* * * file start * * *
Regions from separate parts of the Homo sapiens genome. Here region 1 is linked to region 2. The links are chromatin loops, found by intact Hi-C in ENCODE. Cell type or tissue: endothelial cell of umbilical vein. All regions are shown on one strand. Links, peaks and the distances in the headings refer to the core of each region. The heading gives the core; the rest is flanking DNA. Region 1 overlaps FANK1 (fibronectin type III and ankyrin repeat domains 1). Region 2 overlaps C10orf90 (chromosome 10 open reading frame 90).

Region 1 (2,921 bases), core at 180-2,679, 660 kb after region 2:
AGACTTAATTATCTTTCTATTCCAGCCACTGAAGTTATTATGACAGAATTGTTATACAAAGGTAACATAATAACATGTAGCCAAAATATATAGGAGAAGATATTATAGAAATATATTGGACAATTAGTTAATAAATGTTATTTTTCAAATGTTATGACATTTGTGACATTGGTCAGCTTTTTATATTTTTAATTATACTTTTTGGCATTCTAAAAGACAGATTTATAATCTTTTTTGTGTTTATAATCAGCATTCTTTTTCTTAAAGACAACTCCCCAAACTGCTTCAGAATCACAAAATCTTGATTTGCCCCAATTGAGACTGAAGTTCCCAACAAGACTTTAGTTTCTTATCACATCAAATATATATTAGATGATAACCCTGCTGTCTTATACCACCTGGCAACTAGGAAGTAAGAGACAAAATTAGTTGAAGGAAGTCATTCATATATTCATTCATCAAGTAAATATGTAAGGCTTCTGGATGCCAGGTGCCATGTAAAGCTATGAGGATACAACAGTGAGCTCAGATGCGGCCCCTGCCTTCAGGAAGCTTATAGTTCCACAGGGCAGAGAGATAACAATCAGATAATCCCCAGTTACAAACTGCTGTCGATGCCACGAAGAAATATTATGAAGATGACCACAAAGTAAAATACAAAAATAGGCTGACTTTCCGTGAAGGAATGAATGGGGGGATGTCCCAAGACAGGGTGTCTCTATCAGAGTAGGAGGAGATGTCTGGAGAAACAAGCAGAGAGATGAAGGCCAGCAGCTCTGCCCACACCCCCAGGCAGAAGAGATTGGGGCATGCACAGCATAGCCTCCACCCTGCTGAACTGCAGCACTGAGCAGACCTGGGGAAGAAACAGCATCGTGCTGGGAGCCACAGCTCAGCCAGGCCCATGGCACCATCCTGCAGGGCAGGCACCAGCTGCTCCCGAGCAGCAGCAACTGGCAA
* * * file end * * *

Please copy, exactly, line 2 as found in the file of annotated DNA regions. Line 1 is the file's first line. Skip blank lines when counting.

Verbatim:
Region 1 (2,921 bases), core at 180-2,679, 660 kb after region 2: